PREVIOUS HISTORY-MYERS CREEK
Those who are aware of the numbering system of schools would realize that SS. 1592 is an old number. In the case of the Maiden Gully School, it inherited this number from the original school which was opened on the 1st of July, 1875 and was then known as the Myers Creek State School.
Little is known about the Myers Creek schools, however an excerpt from the Education Department book Vision and Realization states: “this school, first known as Myers Creek SS 1592 opened on the 1st of July, 1875. H. T. Patrick Fitzpatrick was in charge from 1875 until the 16th of April 1877. He was followed by Herbert B. Bashford who stayed until 1889”. It is of interest then an excerpt from the Leichardt East School states “From December 1988 until October 1889 Leichhardt East worked half time with Myers Creek”. It is understood that in the early days, when there was a reduction of pupils or a shortage of teachers, schools would share a teacher i.e. the teacher would teach him one school in the morning, then at lunchtime mount a horse and travel to another school for the afternoon lessons. The Leichhardt East School site is believed to be one or two kilometers north of the present Sandhurst Town Tourist Attraction.
Vision and Realization excerpt continues “Purchase of the site for the school had been completed by January 1875 and the building itself was finished by May. The schoolhouse was of wood and had accommodation for 72, plus a three-room residence attached. In its opening year the school had an enrollment of 22. The school closed in 1892, reopened in November 1893: closed again in February 1902...”
This is believed to be the end of the first school at Myers Creek, for soon after it was shifted from its location (which is now Beckhams Road) to Specimen Hill. It would appear that this road may not have been designated when the school was built.
Without written confirmation this relocation is difficult to prove. Some people still believe that the school and residence were burnt down. Looking at other factors, this may be proved so because of the following information. A photograph of the first school taken at the turn of the century had an enrollment of 70 pupils. Also a letter written by the Secretary of the Myers Creek Progress Association dated 24th of March 1900 made reference to the growth rate of the Myers Creek being on the increase. It is therefore improbable for this school to close two years later, given these facts, unless for some reason such as fire or some other disaster.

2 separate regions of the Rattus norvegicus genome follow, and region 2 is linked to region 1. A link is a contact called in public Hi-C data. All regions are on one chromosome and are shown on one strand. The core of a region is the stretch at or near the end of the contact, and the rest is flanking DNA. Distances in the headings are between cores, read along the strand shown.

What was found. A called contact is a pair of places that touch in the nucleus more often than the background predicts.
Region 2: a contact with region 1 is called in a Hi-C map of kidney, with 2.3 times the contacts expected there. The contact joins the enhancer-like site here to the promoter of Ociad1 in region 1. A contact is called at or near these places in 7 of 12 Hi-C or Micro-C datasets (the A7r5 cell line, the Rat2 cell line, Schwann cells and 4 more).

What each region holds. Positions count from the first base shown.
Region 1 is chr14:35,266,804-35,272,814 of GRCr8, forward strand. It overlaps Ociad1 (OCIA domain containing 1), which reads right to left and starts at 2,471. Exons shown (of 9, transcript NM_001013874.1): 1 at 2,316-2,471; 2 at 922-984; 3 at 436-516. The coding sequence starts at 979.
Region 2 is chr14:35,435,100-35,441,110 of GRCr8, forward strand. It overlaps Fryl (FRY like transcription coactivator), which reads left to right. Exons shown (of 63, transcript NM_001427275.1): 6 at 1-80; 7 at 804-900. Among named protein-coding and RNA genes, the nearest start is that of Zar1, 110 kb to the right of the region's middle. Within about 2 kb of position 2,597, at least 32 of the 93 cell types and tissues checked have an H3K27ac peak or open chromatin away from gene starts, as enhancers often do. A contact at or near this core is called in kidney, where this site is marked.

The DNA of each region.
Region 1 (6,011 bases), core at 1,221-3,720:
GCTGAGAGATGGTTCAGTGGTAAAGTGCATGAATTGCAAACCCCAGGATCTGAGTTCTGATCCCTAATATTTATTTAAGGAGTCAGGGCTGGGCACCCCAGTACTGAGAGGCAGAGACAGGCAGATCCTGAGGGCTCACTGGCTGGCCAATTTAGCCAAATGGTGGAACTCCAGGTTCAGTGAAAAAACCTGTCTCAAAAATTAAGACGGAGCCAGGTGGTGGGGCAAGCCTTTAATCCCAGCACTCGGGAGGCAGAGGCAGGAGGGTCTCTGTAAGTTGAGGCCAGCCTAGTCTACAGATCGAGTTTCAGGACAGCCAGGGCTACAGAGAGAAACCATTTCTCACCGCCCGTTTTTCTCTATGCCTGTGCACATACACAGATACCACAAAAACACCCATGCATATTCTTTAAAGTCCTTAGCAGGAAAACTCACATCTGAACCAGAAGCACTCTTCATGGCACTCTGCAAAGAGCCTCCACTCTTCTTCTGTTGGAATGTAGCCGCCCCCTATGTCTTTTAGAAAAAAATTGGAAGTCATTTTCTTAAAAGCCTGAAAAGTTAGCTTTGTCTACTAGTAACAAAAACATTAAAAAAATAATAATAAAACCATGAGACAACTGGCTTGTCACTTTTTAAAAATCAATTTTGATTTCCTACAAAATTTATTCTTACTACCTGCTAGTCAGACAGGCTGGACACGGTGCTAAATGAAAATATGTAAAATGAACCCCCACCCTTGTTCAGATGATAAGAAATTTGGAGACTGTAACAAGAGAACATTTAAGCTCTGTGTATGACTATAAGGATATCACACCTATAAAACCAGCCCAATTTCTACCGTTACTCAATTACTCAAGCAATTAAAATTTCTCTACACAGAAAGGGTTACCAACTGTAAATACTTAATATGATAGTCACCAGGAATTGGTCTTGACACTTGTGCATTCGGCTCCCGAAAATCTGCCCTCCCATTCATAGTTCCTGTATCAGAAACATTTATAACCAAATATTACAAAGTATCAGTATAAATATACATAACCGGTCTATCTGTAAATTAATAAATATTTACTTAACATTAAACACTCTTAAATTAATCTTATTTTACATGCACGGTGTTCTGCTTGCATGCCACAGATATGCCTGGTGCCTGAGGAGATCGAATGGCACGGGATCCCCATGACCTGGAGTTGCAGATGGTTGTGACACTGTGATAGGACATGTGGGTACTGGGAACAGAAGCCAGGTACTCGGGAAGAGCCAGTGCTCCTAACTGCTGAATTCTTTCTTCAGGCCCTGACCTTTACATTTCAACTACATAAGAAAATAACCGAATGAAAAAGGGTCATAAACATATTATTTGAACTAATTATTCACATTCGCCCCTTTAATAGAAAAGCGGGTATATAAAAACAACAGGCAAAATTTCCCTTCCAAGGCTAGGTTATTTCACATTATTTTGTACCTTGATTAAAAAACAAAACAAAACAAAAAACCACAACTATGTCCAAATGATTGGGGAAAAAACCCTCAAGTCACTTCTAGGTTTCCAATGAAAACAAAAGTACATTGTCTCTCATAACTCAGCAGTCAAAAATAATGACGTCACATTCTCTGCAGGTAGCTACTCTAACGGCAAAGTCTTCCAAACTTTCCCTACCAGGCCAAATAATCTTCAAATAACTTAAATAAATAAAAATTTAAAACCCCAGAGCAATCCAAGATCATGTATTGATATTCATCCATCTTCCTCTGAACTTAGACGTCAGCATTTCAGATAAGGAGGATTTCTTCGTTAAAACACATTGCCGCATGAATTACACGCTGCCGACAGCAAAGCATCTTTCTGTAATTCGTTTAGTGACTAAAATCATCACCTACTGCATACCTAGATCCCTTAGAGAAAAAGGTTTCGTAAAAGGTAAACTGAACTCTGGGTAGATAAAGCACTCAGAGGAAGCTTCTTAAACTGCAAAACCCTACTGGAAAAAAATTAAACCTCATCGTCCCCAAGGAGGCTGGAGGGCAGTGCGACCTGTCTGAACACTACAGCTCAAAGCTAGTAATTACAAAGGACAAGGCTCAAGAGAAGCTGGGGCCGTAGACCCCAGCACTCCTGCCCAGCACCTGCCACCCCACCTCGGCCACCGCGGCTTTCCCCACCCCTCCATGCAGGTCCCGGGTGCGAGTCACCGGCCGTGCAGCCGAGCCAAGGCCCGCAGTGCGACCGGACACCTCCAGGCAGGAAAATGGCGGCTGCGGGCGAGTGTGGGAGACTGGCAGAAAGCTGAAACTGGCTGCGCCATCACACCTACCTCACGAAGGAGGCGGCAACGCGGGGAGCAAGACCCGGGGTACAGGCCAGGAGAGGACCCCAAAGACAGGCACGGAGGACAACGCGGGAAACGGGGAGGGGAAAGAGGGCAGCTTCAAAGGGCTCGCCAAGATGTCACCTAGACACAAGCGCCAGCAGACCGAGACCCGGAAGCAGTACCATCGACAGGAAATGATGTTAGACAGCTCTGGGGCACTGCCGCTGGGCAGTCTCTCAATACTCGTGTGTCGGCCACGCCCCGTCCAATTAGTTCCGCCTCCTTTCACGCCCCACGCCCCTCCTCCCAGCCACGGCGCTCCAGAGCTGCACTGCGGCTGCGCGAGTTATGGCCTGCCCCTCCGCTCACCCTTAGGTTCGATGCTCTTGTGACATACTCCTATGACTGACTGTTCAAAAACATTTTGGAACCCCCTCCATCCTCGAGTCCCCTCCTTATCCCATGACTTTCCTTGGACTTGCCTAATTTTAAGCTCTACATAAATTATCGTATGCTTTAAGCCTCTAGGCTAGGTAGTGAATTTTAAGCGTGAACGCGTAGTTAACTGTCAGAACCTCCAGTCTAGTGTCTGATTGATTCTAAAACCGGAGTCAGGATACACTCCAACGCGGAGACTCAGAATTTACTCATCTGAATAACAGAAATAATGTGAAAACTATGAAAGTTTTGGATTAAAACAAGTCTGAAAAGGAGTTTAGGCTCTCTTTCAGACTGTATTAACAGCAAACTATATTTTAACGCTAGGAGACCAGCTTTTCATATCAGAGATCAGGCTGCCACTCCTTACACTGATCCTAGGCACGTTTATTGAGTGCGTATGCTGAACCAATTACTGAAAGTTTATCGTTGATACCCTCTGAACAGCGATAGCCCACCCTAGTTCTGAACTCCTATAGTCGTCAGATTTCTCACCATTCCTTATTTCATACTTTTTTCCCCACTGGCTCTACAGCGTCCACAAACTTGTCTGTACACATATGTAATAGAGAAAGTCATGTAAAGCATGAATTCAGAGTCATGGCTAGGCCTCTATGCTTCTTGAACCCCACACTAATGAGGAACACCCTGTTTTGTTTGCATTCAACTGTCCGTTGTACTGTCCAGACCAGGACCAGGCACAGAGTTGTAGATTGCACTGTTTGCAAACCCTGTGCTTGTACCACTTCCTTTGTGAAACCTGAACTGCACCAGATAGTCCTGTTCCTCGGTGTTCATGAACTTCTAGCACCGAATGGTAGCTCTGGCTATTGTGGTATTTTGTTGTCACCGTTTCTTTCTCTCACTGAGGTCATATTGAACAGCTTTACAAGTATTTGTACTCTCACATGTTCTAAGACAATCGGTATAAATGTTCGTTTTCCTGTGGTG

The second school was built on the site next to Beckham's road in 1908. This site was subdivided from allotment 93 as shown on the Land Department map of about 1910. To continue with Vision and Realization “reopened in July 1908; was again closed about 1920, and reopened in 1938. It was about 1938 when the school was renamed to Maiden Gully. The original school buildings were apparently destroyed by fire, although the exact date of this is unknown”.
This is where some confusion lies. Some believe neither the first nor the second school was destroyed by fire but that rather it was the shelter shed of the second school which suffered this fate possibly at about the same time as the Myers Creek Hall, which also was razed to the ground. The second school was shifted to the Northern Victoria in 1924. It is not clear where, but Kotta and Mitiamo have been suggested, also Torrumberry is a strong contender.
The second school was also a wooden construction, having a porch at the front similar in style to the first Maiden Gully School. Social functions were held in the school, particularly dances. The holding of dances had its problems as the floor was of three levels. This problem was overcome when a working bee over one weekend put the floor on one level.
It may come as a surprise to former pupils of the Maiden Gully School that at the southern boundary of the school ground, adjoining the tennis courts, the remains of a male person is buried. This man was believed to be a policeman or trooper who died in the 1850s. Little else is known about who this gentleman was or what was the cause of his death. Frank Cusack’s book “Bendigo A History” makes reference to the following during 1852-... ”at Myers Creek Assistant Commissioner Read set up tents for 9 troopers, a Sergeant, a Clerk and himself...”The headstone of this grave was last seen under the tank stand of the Myers Creek School before this school was removed during the 1920s.